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Let us assume that the current price $P$ is lower than the 'equilibrium price' $P^\star$ so that $Q$ is lower than $Q^\star$. If we move from this combination towards the equilibrium one, it may be the case that the producer surplus decreases. I understand that the total surplus (consumers+producers) increases, but it is not clear to me why producers should be willing to reduce their surplus. So it looks like to me that there is not pareto improvement in moving from $(P,Q)$ to ($P^\star$,$Q^\star$), in that consumers are better off but producers may be worse off. What is wrong with my reasoning? Could you help me with this, please?

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  • $\begingroup$ As pointed out in Kenny LJ's answer, you are using the wrong definition of Pareto efficiency (which requires there to be no universal improvment over $(P^*,Q^*)$, not that there is no other such $(P,Q)$. But, putting that aside, your example also isn't very well thought-through. Indeed, it is perfectly possible for there the be a Pareto improvement in moving from $(P,Q)$ to $(P^*,Q^*)$. For example, if $P=0$ and $Q=0$ then both producer surplus and consumer surplus are zero and almost anything would be a Pareto improvement! $\endgroup$ – Ubiquitous Sep 26 at 13:02
  • $\begingroup$ That is why I wrote: 'it MAY be the case' $\endgroup$ – Alchemy Sep 26 at 13:40
  • $\begingroup$ According to the definition you gave it may be the case that $(P,Q)$ is still Pareto efficient $\endgroup$ – Alchemy Sep 26 at 13:43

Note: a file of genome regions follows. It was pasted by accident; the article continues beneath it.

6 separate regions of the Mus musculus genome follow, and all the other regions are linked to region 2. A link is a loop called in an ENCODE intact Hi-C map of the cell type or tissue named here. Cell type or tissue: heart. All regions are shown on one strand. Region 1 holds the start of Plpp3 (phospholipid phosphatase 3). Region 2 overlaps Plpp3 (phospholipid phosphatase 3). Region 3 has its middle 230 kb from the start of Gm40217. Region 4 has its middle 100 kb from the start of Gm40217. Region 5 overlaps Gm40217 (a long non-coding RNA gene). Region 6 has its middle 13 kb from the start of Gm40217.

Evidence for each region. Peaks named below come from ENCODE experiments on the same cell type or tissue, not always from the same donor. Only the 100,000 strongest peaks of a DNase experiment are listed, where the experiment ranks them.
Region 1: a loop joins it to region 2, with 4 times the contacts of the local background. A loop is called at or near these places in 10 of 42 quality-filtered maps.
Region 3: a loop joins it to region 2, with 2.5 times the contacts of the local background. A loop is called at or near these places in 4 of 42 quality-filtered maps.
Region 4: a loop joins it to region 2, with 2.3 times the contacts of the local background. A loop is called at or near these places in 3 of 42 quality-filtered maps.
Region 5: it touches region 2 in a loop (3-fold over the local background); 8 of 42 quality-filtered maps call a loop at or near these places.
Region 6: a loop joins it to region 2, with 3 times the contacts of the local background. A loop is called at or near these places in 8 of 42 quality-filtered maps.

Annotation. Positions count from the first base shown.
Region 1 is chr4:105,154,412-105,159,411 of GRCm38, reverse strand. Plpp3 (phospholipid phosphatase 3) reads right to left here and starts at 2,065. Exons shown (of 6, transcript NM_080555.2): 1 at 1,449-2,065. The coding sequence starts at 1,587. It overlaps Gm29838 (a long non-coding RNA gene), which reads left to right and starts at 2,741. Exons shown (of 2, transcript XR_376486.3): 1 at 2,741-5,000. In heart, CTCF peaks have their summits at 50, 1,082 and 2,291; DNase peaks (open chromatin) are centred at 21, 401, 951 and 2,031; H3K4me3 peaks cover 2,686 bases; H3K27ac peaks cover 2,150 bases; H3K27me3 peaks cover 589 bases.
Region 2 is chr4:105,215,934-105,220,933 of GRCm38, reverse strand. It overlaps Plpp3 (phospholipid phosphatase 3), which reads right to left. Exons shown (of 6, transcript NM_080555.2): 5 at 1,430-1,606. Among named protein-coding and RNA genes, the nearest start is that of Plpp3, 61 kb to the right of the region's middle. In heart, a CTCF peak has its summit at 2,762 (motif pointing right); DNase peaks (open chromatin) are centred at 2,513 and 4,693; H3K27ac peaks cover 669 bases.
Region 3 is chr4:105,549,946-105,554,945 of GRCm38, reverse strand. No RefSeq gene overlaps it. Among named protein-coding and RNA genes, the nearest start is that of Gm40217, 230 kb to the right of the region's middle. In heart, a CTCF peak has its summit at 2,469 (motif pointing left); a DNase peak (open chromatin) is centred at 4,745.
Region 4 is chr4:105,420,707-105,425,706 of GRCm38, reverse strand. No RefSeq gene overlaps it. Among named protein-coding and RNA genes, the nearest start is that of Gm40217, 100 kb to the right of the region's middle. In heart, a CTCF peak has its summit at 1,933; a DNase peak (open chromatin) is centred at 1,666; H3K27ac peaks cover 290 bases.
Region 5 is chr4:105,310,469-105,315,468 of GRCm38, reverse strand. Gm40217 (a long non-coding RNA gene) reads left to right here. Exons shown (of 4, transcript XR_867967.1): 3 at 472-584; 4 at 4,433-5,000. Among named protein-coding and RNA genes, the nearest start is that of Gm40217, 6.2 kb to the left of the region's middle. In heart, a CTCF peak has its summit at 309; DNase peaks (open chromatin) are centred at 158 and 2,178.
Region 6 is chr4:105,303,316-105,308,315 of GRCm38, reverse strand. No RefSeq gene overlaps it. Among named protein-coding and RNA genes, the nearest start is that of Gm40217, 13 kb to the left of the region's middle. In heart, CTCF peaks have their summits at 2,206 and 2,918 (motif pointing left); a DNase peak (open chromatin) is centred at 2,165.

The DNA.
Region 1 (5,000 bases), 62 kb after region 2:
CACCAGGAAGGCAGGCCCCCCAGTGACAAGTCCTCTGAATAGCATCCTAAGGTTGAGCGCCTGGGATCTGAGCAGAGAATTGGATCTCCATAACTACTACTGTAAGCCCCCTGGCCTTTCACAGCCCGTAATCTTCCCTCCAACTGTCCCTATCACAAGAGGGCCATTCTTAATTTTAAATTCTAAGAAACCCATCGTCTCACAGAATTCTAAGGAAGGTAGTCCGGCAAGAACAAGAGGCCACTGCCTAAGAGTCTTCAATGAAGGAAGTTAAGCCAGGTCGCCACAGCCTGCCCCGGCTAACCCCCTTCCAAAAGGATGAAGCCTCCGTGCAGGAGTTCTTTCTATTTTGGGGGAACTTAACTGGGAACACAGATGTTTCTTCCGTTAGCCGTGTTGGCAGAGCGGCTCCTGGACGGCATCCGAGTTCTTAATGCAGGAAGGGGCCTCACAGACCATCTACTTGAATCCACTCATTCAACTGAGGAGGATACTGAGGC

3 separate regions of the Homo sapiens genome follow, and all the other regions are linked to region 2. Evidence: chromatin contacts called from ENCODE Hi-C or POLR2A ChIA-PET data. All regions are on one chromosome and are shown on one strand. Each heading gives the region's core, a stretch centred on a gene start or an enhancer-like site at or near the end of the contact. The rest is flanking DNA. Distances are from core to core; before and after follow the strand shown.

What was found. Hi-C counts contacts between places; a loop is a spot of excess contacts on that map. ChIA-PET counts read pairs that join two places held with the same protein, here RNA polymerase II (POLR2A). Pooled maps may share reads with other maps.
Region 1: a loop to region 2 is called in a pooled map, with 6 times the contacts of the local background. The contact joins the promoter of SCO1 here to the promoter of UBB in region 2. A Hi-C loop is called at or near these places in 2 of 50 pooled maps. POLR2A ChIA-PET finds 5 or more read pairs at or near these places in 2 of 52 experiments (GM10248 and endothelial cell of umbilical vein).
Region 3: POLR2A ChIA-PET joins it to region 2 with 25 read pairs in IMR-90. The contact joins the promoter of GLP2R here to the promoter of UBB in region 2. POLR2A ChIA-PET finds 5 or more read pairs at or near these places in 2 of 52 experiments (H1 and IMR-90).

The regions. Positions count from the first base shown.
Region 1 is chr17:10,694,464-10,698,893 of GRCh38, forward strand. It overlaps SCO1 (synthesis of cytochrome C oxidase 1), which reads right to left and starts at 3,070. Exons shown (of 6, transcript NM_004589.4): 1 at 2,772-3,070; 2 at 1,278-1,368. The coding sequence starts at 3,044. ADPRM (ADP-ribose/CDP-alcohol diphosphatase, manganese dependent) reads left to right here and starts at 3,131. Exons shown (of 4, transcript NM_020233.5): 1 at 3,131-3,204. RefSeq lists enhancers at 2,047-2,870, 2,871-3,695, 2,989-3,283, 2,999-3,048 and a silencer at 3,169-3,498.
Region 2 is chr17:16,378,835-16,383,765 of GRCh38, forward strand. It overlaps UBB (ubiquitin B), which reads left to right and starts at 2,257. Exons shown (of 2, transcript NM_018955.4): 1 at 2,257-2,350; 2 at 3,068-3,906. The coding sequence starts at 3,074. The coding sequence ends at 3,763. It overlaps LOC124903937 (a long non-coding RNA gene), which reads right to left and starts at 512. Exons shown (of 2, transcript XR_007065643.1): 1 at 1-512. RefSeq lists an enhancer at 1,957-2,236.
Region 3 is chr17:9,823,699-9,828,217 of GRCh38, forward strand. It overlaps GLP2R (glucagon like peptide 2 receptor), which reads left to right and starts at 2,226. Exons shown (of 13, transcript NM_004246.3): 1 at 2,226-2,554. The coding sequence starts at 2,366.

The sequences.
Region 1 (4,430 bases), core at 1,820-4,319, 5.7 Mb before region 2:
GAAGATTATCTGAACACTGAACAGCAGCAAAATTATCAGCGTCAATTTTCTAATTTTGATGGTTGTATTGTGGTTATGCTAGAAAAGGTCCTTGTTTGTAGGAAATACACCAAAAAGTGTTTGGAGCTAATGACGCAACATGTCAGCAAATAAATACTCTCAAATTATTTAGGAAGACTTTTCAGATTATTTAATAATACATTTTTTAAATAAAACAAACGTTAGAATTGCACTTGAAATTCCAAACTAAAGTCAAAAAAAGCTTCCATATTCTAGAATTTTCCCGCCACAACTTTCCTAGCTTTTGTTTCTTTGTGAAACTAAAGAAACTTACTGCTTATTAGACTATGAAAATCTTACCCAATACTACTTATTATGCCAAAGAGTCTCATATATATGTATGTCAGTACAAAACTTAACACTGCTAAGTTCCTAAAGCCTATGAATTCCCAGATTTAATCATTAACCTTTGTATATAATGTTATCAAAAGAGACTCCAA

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A situation can be Pareto efficient without also being a Pareto improvement over every other situation.

So, here for example, equilibrium is Pareto efficient, but -- as you have noted -- is not a Pareto improvement over every other situation.


Example. Say I have 100 apples to divide between A and B. The allocation (60, 40) is Pareto efficient, but it is not a Pareto improvement over the allocation (59, 41).

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  • $\begingroup$ So, if we refer to my example, (P,Q) is still a pareto efficient situation. Right? $\endgroup$ – Alchemy Sep 26 at 12:21
  • $\begingroup$ Right. There could be many Pareto efficient allocations. $\endgroup$ – Art Sep 26 at 15:47
  • $\begingroup$ @Alchemy: Probably (I can't be sure without more information). In the real world, most situations cannot be Pareto-improved upon and are therefore Pareto efficient. $\endgroup$ – Kenny LJ Sep 27 at 3:22

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